SXSW10 Day 3: Moving Day [Marc Masters] | Music
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Saturday, March 20, 2010

SXSW10 Day 3: Moving Day [Marc Masters]

Posted by on Sat, Mar 20, 2010 at 1:00 PM

click to enlarge Pocahaunted (Photo: Marc Masters)
  • Pocahaunted (Photo: Marc Masters)

On the PGA Tour (yes, I follow the PGA Tour), the third day of a four-day tournament is commonly known as "moving day"—the day when you'd better move up the leaderboard or spend the final round just trying to stay out of last place. Day 3 of SXSW felt a bit like that for me. I had seen tons of great bands the first two days, but Friday was the day to make sure I saw every last must-see left on my list. With Saturday already looking unpredictable (rain in the forecast, a bunch of groups leaving to play at Todd P's Mexican fest), I needed to get a move on to see four bands I'd kick myself if I left Austin without witnessing.

First up was Pocahaunted, a band I saw here last year but who rarely venture to the East Coast. In 2009 they did a set in the darkened theatre of the Hideout, but this time I got to see them in the bright 2pm sun in a driveway-ish space called Cheerup Charlie's, and their music proved perfect for the outdoors-- simple, floating songs that built up into surreal New Age noise jams. I'm hesitant to call their sound hippie-ish, as it oversimplifies the magic of their communal energy, but when singers Amanda Brown and Diva Dompe knelt in front of shirtless drummer Ged Gengras with their foreheads pressed together, it felt like Woodstock done right.

The daylight wasn't quite as kind to Brooklyn duo Talk Normal, who played a valiantly muscular set in a big field at the French Legation Museum. They were still

click to enlarge Talk Normal (photo: Marc Masters)
  • Talk Normal (photo: Marc Masters)

tons of fun to watch, but their dark sound dissipated a bit in all that air, whereas later that night their thick, tight noise was mind-bendingly perfect in the nearly pitch-black environs of Red 7. The band has made only one EP and one LP, but their sound has already gotten deeper and more complex. Where early on you could peg them pretty accurately as a post-No Wave band in between Teenage Jesus & the Jerks and Ut, they're now doing something harder to pin down, something that makes atonal, shapeless squall and honed, calisthenic rhythm feel like two sides of the same expressive coin.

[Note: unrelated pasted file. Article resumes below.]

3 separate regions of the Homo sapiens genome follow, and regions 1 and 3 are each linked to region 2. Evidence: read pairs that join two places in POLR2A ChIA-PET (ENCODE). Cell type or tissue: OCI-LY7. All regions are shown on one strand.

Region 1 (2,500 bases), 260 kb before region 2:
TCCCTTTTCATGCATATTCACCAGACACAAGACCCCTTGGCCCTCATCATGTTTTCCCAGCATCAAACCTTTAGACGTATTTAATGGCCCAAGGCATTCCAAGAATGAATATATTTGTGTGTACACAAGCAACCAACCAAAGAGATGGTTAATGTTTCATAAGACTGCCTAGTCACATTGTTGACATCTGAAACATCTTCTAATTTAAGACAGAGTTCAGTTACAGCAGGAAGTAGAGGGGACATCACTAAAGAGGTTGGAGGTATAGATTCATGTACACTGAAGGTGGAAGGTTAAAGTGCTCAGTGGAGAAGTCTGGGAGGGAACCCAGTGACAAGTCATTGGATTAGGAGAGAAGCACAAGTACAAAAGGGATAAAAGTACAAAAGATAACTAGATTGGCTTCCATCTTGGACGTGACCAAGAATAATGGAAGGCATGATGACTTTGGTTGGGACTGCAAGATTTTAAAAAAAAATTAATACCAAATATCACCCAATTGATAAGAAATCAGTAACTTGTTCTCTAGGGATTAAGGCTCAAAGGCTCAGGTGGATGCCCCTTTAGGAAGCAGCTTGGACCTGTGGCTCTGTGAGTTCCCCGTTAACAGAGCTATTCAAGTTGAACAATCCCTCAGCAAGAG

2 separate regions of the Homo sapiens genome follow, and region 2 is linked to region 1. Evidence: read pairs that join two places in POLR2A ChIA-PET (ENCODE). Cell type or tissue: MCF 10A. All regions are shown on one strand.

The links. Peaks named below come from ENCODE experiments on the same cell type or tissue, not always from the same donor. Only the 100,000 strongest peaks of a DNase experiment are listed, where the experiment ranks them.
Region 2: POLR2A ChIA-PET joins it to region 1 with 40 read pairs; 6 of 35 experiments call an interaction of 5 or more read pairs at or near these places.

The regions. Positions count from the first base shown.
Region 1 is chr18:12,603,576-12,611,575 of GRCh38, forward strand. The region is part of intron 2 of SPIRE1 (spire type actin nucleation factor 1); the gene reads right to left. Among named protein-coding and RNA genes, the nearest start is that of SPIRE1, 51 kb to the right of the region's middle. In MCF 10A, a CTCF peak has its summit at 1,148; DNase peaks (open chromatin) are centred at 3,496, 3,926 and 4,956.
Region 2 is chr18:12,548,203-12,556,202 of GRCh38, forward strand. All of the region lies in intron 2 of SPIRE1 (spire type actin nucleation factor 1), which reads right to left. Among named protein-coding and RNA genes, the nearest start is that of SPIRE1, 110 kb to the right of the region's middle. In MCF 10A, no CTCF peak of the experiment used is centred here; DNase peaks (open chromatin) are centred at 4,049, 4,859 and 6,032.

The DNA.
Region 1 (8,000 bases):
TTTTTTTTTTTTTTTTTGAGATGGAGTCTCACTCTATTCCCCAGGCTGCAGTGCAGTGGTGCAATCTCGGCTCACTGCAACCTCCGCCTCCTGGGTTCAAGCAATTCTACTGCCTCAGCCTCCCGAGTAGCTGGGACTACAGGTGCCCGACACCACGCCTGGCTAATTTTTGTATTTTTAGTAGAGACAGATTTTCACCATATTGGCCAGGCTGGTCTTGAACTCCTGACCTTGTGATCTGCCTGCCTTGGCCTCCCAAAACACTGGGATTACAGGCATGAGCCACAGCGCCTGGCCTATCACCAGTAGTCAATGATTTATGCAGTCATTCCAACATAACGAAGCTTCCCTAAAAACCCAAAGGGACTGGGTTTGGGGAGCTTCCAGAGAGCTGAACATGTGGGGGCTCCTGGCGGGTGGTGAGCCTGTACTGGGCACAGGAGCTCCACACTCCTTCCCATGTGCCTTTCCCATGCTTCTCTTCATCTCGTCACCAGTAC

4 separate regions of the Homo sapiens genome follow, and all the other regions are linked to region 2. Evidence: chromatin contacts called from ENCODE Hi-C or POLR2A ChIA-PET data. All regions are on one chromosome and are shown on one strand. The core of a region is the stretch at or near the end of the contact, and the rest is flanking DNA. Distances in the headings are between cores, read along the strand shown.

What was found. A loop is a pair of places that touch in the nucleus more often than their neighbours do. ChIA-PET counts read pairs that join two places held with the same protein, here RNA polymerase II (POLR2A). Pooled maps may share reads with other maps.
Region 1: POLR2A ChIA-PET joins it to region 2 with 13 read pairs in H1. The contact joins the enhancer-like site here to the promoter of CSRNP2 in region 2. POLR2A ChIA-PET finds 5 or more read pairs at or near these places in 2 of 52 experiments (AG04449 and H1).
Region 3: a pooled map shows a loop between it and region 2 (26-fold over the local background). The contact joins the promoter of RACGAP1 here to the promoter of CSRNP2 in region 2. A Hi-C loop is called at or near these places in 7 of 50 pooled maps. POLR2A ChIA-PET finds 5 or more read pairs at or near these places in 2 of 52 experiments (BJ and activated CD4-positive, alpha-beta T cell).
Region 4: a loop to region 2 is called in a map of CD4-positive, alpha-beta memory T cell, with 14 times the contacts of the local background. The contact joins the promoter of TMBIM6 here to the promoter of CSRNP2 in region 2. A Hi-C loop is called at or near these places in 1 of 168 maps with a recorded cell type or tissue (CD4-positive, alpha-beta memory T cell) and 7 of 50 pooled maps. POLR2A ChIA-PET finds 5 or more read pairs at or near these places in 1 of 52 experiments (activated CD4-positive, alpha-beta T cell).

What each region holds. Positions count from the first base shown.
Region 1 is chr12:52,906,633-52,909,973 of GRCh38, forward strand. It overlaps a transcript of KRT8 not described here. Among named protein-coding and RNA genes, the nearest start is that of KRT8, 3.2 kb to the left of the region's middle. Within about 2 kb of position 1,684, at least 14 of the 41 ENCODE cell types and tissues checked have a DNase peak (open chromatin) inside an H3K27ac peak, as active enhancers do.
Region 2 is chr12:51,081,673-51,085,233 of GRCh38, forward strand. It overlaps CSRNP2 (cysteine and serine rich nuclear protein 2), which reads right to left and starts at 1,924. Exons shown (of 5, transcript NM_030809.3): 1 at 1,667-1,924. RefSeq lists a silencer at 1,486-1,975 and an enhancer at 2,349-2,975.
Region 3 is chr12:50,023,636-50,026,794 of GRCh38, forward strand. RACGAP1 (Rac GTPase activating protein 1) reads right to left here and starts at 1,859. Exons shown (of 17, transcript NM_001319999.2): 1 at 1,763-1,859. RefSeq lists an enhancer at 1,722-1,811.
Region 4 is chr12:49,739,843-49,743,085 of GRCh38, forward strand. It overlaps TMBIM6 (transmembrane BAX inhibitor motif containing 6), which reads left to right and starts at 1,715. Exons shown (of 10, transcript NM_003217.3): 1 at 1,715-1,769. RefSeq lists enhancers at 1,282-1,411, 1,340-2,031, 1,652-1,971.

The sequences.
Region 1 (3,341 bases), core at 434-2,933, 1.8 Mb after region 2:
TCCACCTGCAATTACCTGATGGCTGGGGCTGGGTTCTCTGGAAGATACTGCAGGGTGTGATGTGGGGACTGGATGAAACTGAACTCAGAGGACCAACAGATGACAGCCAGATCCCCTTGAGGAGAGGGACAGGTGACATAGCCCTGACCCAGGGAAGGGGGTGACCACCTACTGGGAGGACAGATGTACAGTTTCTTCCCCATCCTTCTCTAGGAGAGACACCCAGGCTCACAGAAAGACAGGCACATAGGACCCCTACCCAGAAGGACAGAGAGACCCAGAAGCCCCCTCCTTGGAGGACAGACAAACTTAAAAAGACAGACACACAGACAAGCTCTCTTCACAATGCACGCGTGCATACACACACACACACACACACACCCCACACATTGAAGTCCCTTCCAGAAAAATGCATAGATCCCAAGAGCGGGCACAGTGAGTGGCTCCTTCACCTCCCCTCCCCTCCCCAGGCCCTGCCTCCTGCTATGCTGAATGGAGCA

Nearly as perfect were San Francisco quartet the Mantles, doing an excellent replication of their great self-titled 2009 album on Siltbreeze. Like Talk Normal, the Mantles started with a sound that could be pegged in a quick phrase-- try a lo-fi noise version of the Byrds—but during this quick, nervy set, I could already hear new elements slipping into their remarkably sturdy songs. I especially dig how the band seems willing to get lost in their mesh of twangy, echoey guitars—in the wrong hands, their music could get cleaned up and actually start to sound just like the Byrds, but I'm guessing these guys are more interested in burying their heads in amp-sand than flying into any kind of clear sonic skies.

Speaking of sand and skies, my last must-see was a 1am performance from Long Beach one-man band Cameron Stallones, also known as Sun Araw. He closed out the showcase put on by Not Not Fun, an L.A. label specializing in dense droning noise, summery tropical fuzz, and a bunch of stuff in between. Sun Araw's records

click to enlarge Sun Araw (photo: Marc Masters)
  • Sun Araw (photo: Marc Masters)

are perhaps the best of the in-between, and he's made quite a few good ones in the past couple of years. Tonight his set leaned more toward pulsing beats and bright melodies-- each piece started with a simple drum machine phrase, to which Stallones would add keyboard loops, washes of guitar, and echoey vocals, building them all up into sneaky climaxes. With chillwave and glo-fi so ubiquitous lately—Pitchfork's party earlier in the day was like the genre's all-star game—Stallones has done the nice trick of fitting into that vibe without really sounding like anyone else. His music has psych expansiveness and subtle complexity, the kind that works just as well in the 1am dark as the sunny daytime.

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